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A new Comic Song, called
THE OLD WIDOW. Written by Mr. Davis, and Sung by Mrs. Fildew on the W : Night of her benefit, at the Theatre, Ulverston,
December 23d. 1806. DEHOLD an Old Widow before you appear, D Who your favours to win hias tried many a
year; I've cry'd and I've laughi’d, and I've quaver'd it too, And sometimes to the fiddle, I've caper'd it's true
Fal de ral, &c. But tho' an Old Widow, 'tis not one to ten, But like a Young Virgin, I'll be courted again; And tho' no coquette, I could make it appear, I get a fresh lover, every week in the year. The force of my charms let no coxcomb decry, At my feet Mr. Tag swears for me he'll die; Nay a young Irish Captain has often been seen, My hand to solicit at dear Gretna Green. Tho' some they have call'd me their charmer and
dear, Yet by others I'm treated with rudeness severez Earl Osmond he call'd me an ugly old witch, And the Olipod Doctor left me stuck in a ditch. But this is all joking and mere masquerade, Now in my own character see me display'd ; And of lovers and beaux, tho' l've prattled away, That's all over now, for I've had my day.
Miss cries to her lover," you're rude I declare, "You're troublesome, Sir," I vow now you are, Well heaven be prais'd, from such troubles l'm free, . I'm sure no young lover will e'er trouble me. 'Tis strange how young lovers will wish away time; I declare now I wish it were added to mine; With health and good spirits, and power to please
you, "Tis only for that, that my age I'd renew. To be grateful for favour's both present and past, Shall my character be as long as I last; And to characters present may every year bring, Success and good health, and me able to Sing,
'Fal de ral, &e. ********** .
POOR KITTY THE FRUIT GIRL.
Nor feel the least alarm,
With basket on my arm;
Gold rennets fair to view,
Come, buy of Kitty, do.
Choice peaches can produce,
And grapes that's full of juce;
I ne'er with envy view,
Come, buy of Kitty, do.
My fruit to folks in life,
Lemon a scolding wife;
The grape unripe, to no one thing
Like bachelors compares,
The nonsuch British tars.
A WELSH SERMON, Said to be preached at a Funeral by a Minister of . Glangothan in Glamorganshire.
TEARLY BELOVED, I; AM come here among you to make a creat preachiment upon that dead pody. My text is the ten and twentieth chapter of Maccabees, te verse indeed I cannot now ferry well remember, but I am sure it be dere, te words be dese, Fachilate de Orate, dat is to say, Vatch and Pray: and I will stick to my · text I will warrant you.
Our creat crandfacher Adam was a fery coot man, in coot truth was he, and dwelt in Cots own house in Paradise, and a prave place I'll warrant you it was; he had efry thing provided in his hand, he did not buy so much as a noggin, piggen, or spoon, he had plenty of apple-trees, plumb-trees, peartrees, sherry-trees, cottling-trees, and all sorts of trees; but for want of coot take heed, he was fallen: ah! how was he fallen?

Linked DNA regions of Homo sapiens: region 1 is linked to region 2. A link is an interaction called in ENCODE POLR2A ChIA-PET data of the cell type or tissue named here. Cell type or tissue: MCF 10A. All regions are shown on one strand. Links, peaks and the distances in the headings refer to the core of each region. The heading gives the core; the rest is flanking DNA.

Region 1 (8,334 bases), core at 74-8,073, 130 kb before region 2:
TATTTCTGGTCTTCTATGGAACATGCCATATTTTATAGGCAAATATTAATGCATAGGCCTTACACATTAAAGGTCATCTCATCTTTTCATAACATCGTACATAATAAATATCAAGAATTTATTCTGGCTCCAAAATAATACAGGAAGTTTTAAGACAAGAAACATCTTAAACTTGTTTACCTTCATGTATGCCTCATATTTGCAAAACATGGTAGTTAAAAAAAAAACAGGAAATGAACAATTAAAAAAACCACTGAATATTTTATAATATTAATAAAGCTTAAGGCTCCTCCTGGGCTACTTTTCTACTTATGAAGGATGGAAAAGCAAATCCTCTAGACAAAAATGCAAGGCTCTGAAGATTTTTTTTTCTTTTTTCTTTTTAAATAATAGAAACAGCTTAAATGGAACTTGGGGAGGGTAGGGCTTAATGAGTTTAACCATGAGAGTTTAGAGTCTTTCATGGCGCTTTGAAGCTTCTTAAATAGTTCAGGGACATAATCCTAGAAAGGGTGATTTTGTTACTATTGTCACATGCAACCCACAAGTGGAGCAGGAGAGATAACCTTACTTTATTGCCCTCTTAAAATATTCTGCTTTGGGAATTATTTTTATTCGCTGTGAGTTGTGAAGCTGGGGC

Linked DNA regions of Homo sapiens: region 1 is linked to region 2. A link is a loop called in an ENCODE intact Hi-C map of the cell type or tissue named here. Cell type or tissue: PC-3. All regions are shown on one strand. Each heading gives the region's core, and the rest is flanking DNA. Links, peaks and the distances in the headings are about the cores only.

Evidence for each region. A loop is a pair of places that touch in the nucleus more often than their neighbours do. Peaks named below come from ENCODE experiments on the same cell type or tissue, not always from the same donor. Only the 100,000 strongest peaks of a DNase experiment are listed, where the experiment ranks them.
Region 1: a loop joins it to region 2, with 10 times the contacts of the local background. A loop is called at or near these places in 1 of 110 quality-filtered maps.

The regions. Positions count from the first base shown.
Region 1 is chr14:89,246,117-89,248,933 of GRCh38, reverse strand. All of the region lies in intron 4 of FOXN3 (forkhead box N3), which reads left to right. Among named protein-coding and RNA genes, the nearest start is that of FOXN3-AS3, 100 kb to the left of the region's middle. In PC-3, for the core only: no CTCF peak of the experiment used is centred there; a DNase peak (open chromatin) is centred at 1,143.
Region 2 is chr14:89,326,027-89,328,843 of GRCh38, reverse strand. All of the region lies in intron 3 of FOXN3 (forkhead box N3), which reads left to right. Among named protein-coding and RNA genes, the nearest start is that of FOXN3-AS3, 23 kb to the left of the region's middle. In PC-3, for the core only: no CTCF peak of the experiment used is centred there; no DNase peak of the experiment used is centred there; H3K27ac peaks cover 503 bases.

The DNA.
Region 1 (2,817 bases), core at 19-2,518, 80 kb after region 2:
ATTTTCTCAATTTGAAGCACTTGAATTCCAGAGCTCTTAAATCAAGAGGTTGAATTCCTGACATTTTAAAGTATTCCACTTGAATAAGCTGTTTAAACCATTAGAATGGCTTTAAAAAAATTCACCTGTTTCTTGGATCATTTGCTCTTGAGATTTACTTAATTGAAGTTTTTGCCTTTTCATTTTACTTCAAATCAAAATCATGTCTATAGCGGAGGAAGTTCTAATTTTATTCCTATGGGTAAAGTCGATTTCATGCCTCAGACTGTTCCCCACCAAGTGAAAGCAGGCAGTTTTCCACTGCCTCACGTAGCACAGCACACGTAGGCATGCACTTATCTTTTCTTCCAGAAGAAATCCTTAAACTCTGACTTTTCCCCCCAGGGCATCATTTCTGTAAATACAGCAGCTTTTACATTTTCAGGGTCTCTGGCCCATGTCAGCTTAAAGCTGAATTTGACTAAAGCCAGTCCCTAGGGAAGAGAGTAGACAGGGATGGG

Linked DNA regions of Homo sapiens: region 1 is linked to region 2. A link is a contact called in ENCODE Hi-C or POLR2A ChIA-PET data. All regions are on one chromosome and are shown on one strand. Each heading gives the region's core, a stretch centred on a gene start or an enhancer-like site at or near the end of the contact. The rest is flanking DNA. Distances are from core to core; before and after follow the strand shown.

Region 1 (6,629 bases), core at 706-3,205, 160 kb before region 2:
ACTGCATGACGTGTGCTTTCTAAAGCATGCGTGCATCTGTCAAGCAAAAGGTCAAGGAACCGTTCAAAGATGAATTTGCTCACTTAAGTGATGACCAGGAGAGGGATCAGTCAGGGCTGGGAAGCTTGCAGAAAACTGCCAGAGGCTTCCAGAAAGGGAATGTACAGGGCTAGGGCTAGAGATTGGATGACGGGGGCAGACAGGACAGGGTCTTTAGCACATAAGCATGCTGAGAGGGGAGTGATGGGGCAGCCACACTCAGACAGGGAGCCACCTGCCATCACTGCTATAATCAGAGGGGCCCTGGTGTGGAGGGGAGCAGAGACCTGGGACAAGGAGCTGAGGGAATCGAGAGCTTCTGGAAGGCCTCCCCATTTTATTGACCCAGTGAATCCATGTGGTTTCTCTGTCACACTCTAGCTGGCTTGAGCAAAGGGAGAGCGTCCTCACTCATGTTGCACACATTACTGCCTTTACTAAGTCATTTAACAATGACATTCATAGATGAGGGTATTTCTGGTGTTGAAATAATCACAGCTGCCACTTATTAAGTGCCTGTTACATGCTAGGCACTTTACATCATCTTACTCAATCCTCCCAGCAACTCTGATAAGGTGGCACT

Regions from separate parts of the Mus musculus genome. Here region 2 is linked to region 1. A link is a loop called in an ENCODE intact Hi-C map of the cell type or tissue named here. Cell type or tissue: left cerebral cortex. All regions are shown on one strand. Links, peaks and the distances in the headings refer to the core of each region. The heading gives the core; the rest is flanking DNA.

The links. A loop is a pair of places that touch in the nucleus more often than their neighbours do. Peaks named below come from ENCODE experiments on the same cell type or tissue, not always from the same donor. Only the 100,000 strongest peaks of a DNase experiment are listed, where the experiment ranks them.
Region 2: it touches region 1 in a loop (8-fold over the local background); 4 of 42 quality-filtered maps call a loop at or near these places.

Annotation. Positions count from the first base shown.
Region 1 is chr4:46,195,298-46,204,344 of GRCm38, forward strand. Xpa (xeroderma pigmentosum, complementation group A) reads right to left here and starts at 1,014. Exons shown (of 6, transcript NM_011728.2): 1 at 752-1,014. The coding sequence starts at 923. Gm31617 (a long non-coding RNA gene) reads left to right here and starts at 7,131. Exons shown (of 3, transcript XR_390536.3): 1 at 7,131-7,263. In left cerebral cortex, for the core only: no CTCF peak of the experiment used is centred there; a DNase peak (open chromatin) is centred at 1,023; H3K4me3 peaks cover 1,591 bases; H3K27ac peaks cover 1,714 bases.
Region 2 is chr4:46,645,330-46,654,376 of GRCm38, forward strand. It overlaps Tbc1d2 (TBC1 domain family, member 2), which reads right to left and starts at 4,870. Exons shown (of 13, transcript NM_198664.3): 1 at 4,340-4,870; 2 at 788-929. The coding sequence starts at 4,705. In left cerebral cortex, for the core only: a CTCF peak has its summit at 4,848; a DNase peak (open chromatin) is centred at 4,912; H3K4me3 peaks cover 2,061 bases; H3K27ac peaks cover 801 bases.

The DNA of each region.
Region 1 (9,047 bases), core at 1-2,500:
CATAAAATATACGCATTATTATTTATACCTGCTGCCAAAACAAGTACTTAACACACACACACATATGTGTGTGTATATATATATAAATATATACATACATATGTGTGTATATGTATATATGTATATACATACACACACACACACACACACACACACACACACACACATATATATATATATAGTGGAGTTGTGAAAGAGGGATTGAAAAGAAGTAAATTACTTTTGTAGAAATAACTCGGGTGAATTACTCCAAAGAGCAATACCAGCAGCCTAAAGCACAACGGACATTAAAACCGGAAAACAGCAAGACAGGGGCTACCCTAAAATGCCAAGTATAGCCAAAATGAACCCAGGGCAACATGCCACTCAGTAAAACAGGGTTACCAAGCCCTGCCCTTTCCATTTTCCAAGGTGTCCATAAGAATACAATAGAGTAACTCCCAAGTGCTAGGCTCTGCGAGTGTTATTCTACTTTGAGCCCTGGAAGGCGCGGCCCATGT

Why, I will tell you how he was fallen,
Our creat crandmother Eye, (a pox Cot take her for a plaguy package) must needs go a rambling and a changling from home, and coot not stay at home with her own huspand, but did rop an orchard, te Devil show't the way, (for if dere be any mischief about te Devil and Woman must have a finger in the pye,) so she came home and pursuaded her huspand to eat some of her stolen apple, it was a creat mercy, O Cot, it did not stick in her throat and choak her,
After this she prov'd with child, and was prout to pet of a fine poy, and called his name.--I cannot now fery well remember-.-- tear it was Cain aye Cain vas it : he vas d prave lad, but an unlucky rogue like his inother. And a little time after she prov'd with child again, and was brought to pet of another fine poy, and call'd his name Apel; dis vas a fery coot lat, for he did stick to part of my text, he did pray; and had he vatched too, before Cot his brother Cain had never come pehind his back and knockt out his prains.-- Dis vas a inordering villaill, so he vas obliged to over-run his country, and get him a wife in a strange land, which taught him strange tricks I will warrant you.
Thus, you see, peloved, how the sins of Roppery and Murder came upon the earth, and prout à heavy shudgment upon the world; vat you think that was?
I will tell you.
It profed those parcel of plaguy Lawyers, Attoornies, and Pum-Pailiffs, to rop the people, and keep their estates and monies all themselves.
"But after dis there came another sin upon the earth, and prout a heavier judgment upon all the world; vat you think that was ?
It was te sin of trunkenness; for Got's sake befare of trinking too much; for our crandfather Noah, had no sooner escaped a scouring in the ark, and got safe on land again, but he went to the first alehouse he could find, and there he sat trink, trink, all day and all night, and then went home trunk and abused his family.
The sin of trunkeness, my peloved, prout heavier shudgment than all the rest, and what a heavy shudgment do you think it profed ?
Why, I will tell you.
It prout dése destroying locusts, dese consuming catterpillars, those hellish vermin, those cursed Egyptian plagues, joined altogether, Exciscmen, and Custom - House Officers, to pry into efry nook, and poke for efry drop of coot irink.---Cot confound